Suddenly, at the beginning of June, the curve began to reverse - again. The line mapping how many people in the UK tested positive for coronavirus, which was flat from around the beginning of April to the end of May, is now shooting back up. The current incidence in the UK is currently 244 (as of July 3) - making the UK a high-incidence area. Most recently, authorities recorded more than 26,000 new cases in one day, up 70.5 percent from the previous week. The numbers have not been this high in months. Delta accounts for nearly all new infections.For comparison, the incidence in Germany is currently five, with new infections well below 1000 per day. The question is also with regard to Germany: Do the high case numbers in the UK also lead to a critical situation in the clinics? And who is particularly affected by severe cases?
A brief summary of the responses: Yes, clinics are slowly filling up with Covid patients again. However, this is much weaker than in the first and second waves. In the period from June 20 to June 26, a total of 1677 patients were admitted to a hospital. Compared with the period from June 13 to June 19, that represents a 6.4 percent increase.In the period from June 24 to June 30, 113 people have been reported to have died from coronavirus in the United Kingdom within the past 28 days, according to figures from Public Health England (PHE), the U.K. government agency. That's 11.9 percent more than in the previous seven days.By comparison, in January, UK hospitals had to admit an average of more than 4,000 new corona patients every day. And more than 1200 people died of corona every day. So the current figures show that despite a rising incidence, hospital utilization or even overload does not seem to be occurring.In contrast to the comparatively moderate increase in hospitalization figures, the number of patients on ventilators has risen sharply - albeit here at a low level. According to the most recent figures from the week before last in June, around 260 people are currently on ventilators. There were 41 percent fewer patients the week before, according to a report in the Guardian.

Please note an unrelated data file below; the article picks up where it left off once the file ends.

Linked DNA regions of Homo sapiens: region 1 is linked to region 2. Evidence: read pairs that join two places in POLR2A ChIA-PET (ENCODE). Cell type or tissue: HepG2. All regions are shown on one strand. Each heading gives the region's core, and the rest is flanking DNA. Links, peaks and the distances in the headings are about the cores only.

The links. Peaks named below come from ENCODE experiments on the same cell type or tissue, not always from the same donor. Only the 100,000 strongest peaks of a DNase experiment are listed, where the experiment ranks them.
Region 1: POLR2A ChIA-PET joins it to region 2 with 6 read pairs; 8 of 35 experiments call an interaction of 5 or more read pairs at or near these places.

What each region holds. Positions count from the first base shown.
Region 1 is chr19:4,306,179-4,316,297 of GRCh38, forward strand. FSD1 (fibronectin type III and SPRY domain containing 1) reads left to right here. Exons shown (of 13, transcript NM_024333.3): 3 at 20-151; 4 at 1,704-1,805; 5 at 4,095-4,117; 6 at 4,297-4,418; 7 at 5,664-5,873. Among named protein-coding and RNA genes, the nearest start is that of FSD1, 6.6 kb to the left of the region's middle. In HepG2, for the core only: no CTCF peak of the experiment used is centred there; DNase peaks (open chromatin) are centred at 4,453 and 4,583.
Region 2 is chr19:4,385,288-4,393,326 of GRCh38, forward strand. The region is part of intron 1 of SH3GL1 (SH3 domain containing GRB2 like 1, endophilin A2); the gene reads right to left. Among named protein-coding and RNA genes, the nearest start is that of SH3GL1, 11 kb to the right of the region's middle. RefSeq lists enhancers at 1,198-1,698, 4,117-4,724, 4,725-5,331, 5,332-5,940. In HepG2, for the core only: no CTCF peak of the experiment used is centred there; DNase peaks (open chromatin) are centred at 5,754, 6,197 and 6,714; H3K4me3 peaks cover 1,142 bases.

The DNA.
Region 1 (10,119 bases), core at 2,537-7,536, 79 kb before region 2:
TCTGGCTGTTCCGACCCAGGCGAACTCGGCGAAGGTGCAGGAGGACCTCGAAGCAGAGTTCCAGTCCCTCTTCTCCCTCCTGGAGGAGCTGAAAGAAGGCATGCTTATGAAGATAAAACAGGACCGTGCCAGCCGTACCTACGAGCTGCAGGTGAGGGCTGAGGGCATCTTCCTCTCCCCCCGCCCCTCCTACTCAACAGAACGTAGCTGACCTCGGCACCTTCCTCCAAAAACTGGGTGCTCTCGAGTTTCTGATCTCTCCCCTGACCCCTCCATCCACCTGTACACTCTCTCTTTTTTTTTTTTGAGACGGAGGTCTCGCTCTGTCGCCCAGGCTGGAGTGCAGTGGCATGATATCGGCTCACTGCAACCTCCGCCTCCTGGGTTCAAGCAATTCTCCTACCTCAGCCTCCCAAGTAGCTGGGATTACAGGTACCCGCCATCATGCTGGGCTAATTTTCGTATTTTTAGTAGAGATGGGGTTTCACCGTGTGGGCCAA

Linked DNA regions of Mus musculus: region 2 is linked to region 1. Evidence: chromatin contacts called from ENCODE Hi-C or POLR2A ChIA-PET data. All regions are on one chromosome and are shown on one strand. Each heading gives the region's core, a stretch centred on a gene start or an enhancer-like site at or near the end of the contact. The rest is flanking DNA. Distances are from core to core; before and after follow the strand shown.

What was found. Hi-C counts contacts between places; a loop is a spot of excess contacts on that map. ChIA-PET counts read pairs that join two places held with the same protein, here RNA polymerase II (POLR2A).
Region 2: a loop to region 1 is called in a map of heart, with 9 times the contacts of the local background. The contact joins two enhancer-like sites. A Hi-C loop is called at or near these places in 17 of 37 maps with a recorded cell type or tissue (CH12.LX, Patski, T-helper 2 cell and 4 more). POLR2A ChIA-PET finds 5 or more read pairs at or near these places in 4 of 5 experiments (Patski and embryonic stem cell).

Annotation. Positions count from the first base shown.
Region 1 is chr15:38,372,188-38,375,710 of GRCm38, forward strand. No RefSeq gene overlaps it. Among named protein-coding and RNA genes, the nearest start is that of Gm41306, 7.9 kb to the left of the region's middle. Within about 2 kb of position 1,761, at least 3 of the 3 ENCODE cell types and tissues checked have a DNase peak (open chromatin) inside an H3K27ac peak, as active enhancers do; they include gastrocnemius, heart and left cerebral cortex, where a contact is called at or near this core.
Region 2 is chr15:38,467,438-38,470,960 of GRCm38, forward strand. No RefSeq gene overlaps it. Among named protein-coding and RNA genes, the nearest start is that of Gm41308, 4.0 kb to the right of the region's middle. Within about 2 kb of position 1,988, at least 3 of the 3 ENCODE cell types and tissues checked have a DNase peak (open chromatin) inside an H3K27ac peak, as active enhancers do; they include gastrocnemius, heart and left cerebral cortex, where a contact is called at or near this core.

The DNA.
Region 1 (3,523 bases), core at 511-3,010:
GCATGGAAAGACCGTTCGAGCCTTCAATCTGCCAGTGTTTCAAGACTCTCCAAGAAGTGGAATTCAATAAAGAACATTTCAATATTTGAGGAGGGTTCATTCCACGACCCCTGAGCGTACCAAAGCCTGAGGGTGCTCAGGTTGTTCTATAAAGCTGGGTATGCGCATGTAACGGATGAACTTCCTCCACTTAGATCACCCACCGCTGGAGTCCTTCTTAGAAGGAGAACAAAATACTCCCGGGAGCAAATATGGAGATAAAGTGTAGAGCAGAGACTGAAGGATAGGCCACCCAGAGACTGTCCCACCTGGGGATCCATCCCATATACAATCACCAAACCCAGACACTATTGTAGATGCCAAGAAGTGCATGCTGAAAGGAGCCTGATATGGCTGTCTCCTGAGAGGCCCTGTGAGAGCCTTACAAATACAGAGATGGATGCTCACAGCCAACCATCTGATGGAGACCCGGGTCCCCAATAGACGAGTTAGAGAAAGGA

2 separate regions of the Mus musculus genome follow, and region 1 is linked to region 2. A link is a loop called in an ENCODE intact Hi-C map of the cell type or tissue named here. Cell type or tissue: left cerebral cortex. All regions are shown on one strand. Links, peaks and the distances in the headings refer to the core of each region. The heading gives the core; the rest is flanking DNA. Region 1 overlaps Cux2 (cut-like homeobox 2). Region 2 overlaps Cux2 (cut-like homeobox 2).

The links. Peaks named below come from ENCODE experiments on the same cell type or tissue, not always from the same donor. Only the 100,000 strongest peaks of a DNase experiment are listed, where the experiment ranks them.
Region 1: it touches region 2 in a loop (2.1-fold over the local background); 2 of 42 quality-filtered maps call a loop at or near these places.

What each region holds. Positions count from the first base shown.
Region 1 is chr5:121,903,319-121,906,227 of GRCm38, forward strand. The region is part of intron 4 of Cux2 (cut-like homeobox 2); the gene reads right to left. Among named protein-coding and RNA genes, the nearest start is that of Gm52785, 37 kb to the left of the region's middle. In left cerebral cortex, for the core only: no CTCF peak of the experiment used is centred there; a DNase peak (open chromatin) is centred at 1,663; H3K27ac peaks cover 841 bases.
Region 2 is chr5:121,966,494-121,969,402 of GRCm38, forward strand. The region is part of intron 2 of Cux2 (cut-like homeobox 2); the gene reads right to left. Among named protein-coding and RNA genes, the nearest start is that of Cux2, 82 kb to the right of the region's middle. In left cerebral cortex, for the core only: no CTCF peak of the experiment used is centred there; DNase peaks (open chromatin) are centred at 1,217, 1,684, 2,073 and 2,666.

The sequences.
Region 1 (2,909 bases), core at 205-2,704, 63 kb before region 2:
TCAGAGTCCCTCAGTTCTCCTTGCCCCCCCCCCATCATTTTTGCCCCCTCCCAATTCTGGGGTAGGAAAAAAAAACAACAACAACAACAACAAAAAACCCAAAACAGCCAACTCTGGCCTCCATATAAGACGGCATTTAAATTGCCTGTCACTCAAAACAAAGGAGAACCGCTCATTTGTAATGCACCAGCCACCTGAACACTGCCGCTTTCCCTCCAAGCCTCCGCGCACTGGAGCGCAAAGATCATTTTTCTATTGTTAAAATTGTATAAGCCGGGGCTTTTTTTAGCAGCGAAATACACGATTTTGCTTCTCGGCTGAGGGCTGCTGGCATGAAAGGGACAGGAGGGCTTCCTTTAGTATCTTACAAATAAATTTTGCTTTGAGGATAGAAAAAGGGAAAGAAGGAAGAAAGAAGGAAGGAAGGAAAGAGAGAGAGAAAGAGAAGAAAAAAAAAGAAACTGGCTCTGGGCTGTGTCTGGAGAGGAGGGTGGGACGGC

Neil Ferguson, professor of epidemiology at Imperial College London, said on BBC Radio 4's "Today" program that infection rates - particularly for the delta variant - are concentrated in unvaccinated groups, including school-age children."Unfortunately, this picture will continue for a few more weeks until we get past the third wave that will unfold over the next few months," Ferguson said. The Sunday Times reports that the number of infected 5- to 9-year-olds increased 70 percent in the week of June 20 compared with the previous week.Among 10- to 14-year-olds, the number infected reportedly grew 56 percent. A total of 16,100 students were reportedly out of school due to Corona infection, up from 10,600 the previous week.
Steve Chalke of the Christian charity Oasis Charitable Trust said schools are "incubation centers for the new Delta variant." He said the trend in schools has been upward for three weeks. "We obviously haven't reached the top of this third wave yet."The increase in incidence is also now becoming apparent among younger people, since until mid-April it was predominantly those over 50 who received their vaccination. Thus, there are a lot of infections, especially among 16- to 24-year-olds. That's according to the latest data from the British Statistics Authority. Among Britons aged 25 to 34, the increase is weakening again somewhat. It is these groups that are driving the current incidence of infection in the UK.However, most Corona deaths continue to be found in the older age group. This is shown by data from the Sars-CoV-2 Variants of Concern report from the U.K. PHE. For example, 109 of 117 who died from Delta during the period from Feb. 1 to June 21 were over the age of 50.Of those who died, 18 were first-time vaccinated and 50 had received both vaccines. In other words, the majority of people older than 50 who died in the U.K. in connection with Delta had been vaccinated at least once.This comes as no surprise to renowned British statisticians David Spiegelhalter and Anthony Masters. They write in an article in the Guardian that a fully vaccinated 80-year-old has statistically the same risk of death from corona infection as an unvaccinated 50-year-old.
The vaccinations even after two doses would just not protect 100 percent against fatal courses. Even less so among the elderly.Currently, about 66 percent of adults have been vaccinated with a first dose, and about 49 percent have also received a second (as of July 1). About 45 million Britons have received the first vaccination, and more than 33 million have received a second.Physician Jenny Harries, who heads the UK Health Security Agency and coordinates contact tracing in the U.K., sums up the current one this way: "The data suggest that, thanks to the success of our vaccination program, we've broken the link between infection rates and hospital admissions." Not an entirely bad outlook for Germany.
Image by Mufid Majnun